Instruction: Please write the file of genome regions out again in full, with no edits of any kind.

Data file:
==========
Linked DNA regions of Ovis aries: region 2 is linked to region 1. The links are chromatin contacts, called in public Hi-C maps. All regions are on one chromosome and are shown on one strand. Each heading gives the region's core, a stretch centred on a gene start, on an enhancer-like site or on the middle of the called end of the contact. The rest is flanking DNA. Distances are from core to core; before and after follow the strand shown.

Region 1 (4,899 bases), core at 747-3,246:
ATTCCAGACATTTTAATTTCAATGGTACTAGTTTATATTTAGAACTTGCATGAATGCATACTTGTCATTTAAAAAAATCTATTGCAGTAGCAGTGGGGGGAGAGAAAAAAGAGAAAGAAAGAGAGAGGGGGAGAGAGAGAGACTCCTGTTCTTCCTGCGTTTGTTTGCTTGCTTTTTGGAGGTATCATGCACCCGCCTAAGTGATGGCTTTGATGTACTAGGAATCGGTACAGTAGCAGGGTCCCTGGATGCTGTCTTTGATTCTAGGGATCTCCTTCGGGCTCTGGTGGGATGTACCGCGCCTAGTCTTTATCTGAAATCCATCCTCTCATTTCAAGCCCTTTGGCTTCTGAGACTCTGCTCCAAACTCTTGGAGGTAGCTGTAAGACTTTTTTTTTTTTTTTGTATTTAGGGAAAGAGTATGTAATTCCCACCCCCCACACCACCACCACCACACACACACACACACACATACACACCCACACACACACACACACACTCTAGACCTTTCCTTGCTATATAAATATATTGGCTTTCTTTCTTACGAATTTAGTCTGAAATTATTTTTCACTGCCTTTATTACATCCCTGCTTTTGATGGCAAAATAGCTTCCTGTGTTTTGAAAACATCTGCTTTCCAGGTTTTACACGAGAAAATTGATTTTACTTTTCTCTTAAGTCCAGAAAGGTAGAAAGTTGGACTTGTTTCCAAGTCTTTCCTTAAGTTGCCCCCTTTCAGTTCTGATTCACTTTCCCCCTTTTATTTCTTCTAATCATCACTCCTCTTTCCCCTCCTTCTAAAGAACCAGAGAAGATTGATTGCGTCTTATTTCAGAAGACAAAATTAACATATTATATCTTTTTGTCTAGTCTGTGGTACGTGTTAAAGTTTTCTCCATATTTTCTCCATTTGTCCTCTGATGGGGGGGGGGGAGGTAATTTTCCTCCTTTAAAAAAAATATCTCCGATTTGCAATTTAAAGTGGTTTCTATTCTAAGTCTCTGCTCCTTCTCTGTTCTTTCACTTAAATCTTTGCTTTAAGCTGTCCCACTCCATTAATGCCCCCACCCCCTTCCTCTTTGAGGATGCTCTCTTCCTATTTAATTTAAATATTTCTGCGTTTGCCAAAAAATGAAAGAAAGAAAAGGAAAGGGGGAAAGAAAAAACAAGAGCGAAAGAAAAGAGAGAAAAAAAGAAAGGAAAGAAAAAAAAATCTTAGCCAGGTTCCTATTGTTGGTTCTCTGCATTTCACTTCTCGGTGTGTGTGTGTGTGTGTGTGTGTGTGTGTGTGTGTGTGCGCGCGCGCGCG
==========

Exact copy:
Linked DNA regions of Ovis aries: region 2 is linked to region 1. The links are chromatin contacts, called in public Hi-C maps. All regions are on one chromosome and are shown on one strand. Each heading gives the region's core, a stretch centred on a gene start, on an enhancer-like site or on the middle of the called end of the contact. The rest is flanking DNA. Distances are from core to core; before and after follow the strand shown.

Region 1 (4,899 bases), core at 747-3,246:
ATTCCAGACATTTTAATTTCAATGGTACTAGTTTATATTTAGAACTTGCATGAATGCATACTTGTCATTTAAAAAAATCTATTGCAGTAGCAGTGGGGGGAGAGAAAAAAGAGAAAGAAAGAGAGAGGGGGAGAGAGAGAGACTCCTGTTCTTCCTGCGTTTGTTTGCTTGCTTTTTGGAGGTATCATGCACCCGCCTAAGTGATGGCTTTGATGTACTAGGAATCGGTACAGTAGCAGGGTCCCTGGATGCTGTCTTTGATTCTAGGGATCTCCTTCGGGCTCTGGTGGGATGTACCGCGCCTAGTCTTTATCTGAAATCCATCCTCTCATTTCAAGCCCTTTGGCTTCTGAGACTCTGCTCCAAACTCTTGGAGGTAGCTGTAAGACTTTTTTTTTTTTTTTGTATTTAGGGAAAGAGTATGTAATTCCCACCCCCCACACCACCACCACCACACACACACACACACACATACACACCCACACACACACACACACACTCTAGACCTTTCCTTGCTATATAAATATATTGGCTTTCTTTCTTACGAATTTAGTCTGAAATTATTTTTCACTGCCTTTATTACATCCCTGCTTTTGATGGCAAAATAGCTTCCTGTGTTTTGAAAACATCTGCTTTCCAGGTTTTACACGAGAAAATTGATTTTACTTTTCTCTTAAGTCCAGAAAGGTAGAAAGTTGGACTTGTTTCCAAGTCTTTCCTTAAGTTGCCCCCTTTCAGTTCTGATTCACTTTCCCCCTTTTATTTCTTCTAATCATCACTCCTCTTTCCCCTCCTTCTAAAGAACCAGAGAAGATTGATTGCGTCTTATTTCAGAAGACAAAATTAACATATTATATCTTTTTGTCTAGTCTGTGGTACGTGTTAAAGTTTTCTCCATATTTTCTCCATTTGTCCTCTGATGGGGGGGGGGGAGGTAATTTTCCTCCTTTAAAAAAAATATCTCCGATTTGCAATTTAAAGTGGTTTCTATTCTAAGTCTCTGCTCCTTCTCTGTTCTTTCACTTAAATCTTTGCTTTAAGCTGTCCCACTCCATTAATGCCCCCACCCCCTTCCTCTTTGAGGATGCTCTCTTCCTATTTAATTTAAATATTTCTGCGTTTGCCAAAAAATGAAAGAAAGAAAAGGAAAGGGGGAAAGAAAAAACAAGAGCGAAAGAAAAGAGAGAAAAAAAGAAAGGAAAGAAAAAAAAATCTTAGCCAGGTTCCTATTGTTGGTTCTCTGCATTTCACTTCTCGGTGTGTGTGTGTGTGTGTGTGTGTGTGTGTGTGTGTGTGCGCGCGCGCGCG